in no rush, they want their beverages to be handcrafted with care. Customers
may feel that since a drink is made so quickly compared to before, it may not
have been done as well or may feel that Starbucks want them to leave quicker,
so they can serve other customers. This contradicts Starbucks’ branding
strategy of creating an ambience of making customers stay and relax.

Keeping transaction times
low is important, but there can be many side effects also. Baristas may feel
rushed to complete each transaction; hence, the beverage may not be the most
ideal. Even if Starbucks hires more labour, it may not reduce the speed of the
service because there is a set amount of machinery and utensils in the shop. Trying
to target the service time to three minutes also makes Starbucks seem more like
a fast food chain than a high quality and service coffee shop. Rather than
trying to keep the actual transaction times at three minutes, Starbucks should
focus on creating that “customer intimacy” and inviting environment to
reinforce their brand values. If baristas do not talk to the customers while
the beverage is being made, customers feel that it is talking much longer
because they are focusing on the time. Once they are in a conversation, time
passes very quickly. Not only will customers feel like the service is quicker,
but also feel more valuable because the employees want to get to know them

To cater to the
customers who would like fast service, Starbucks can open a designated lane for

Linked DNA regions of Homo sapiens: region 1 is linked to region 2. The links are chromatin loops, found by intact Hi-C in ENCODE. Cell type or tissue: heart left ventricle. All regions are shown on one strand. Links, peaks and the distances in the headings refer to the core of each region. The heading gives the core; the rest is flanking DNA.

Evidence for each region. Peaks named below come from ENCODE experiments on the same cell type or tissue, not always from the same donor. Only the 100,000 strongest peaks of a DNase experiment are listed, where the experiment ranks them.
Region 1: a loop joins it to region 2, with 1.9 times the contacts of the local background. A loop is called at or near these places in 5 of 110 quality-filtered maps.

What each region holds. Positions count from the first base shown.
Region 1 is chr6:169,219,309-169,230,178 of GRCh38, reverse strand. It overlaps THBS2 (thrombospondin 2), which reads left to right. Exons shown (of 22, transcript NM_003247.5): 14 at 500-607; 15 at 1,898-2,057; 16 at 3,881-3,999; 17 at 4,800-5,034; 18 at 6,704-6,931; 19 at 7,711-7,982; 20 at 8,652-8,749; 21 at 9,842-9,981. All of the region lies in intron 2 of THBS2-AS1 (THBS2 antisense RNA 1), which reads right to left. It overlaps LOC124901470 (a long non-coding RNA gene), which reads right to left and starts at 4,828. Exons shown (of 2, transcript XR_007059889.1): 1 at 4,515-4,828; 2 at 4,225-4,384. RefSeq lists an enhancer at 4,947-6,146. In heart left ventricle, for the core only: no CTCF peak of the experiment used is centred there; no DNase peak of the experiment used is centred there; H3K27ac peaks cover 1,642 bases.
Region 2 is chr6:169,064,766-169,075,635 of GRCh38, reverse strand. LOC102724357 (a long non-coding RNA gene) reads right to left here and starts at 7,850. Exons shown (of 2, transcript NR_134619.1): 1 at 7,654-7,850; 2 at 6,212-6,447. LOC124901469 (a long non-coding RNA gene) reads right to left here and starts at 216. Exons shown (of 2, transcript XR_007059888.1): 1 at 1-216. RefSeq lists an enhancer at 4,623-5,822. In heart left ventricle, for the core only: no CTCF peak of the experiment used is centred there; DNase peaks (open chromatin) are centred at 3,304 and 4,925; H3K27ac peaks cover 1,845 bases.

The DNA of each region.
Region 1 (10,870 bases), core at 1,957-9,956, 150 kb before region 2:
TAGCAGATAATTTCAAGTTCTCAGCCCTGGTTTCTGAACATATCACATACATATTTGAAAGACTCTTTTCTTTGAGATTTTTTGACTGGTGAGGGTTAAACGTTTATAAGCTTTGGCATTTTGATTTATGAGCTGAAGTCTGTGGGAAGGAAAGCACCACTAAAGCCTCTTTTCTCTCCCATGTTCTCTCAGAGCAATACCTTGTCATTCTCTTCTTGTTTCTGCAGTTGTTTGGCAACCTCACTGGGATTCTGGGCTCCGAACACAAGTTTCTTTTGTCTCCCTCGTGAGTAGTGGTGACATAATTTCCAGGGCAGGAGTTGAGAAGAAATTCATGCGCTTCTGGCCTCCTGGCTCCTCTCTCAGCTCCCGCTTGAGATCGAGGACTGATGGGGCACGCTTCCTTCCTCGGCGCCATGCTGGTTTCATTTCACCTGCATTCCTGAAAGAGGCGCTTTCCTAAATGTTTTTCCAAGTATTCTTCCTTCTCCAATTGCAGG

simple beverages, such as coffee, only. This way, those in a rush can get their
drinks quickly, but for those who are not in a rush, they could get their
drinks handcrafted and the baristas can get to know the customers when doing
so. Also, to boost sales in the evenings, Starbucks can launch some drinks that
can allow some people to relax, such as coffee with alcohol. This targets
people who want to relax after a long day of work or to have a drink with their

Customers are the most
valuable assets Starbucks has because if there were no customers, Starbucks
would not have been as successful as it is today. As shown in Exhibit 9, the
more satisfied a customer is, the greater the number of visits per month,
average expenditure, and average customer life in years. If Starbucks invests
$40 million into improving customer satisfaction, the customers would become
more valuable because they would visit more often, spend more per visit, and
visit for a greater number of years. If one million customers become highly
satisfied from unsatisfied, there will be over $200 million of increase in
revenue, which more than offsets $40 million (see Appendix A). If Starbucks’
customer satisfaction plan achieves the desired results, it will lead to great
increases in profits.

The net income for
fiscal year 2002 is $215.1 million. $40 million of that is approximately 18.6%
of the net income (see Appendix B). Although $40 million is not a huge portion
of Starbucks’ net income, it is a great amount to invest on customer
satisfaction at once. If the strategy does not work, it would be a large amount
of loss for the company. Rather than spending $40 million at once, Starbucks
can test market their new customer service strategy in an area where customer
satisfaction is lowest. If it is successful in that area, Starbucks can expand
their strategy across the nation and globally.

Another possible
solution may be to target three minutes only during peak hours. The customers
who visit during these hours are likely in a rush to get to work and would
prefer speed over “customer intimacy”. During hours that are less busy,
employees can handcraft beverages carefully and create conversations with
customers because they are likely not in any rush and would like to feel
valuable. Also, this saves money for Starbucks because they would only have to
hire more labour during peak hours.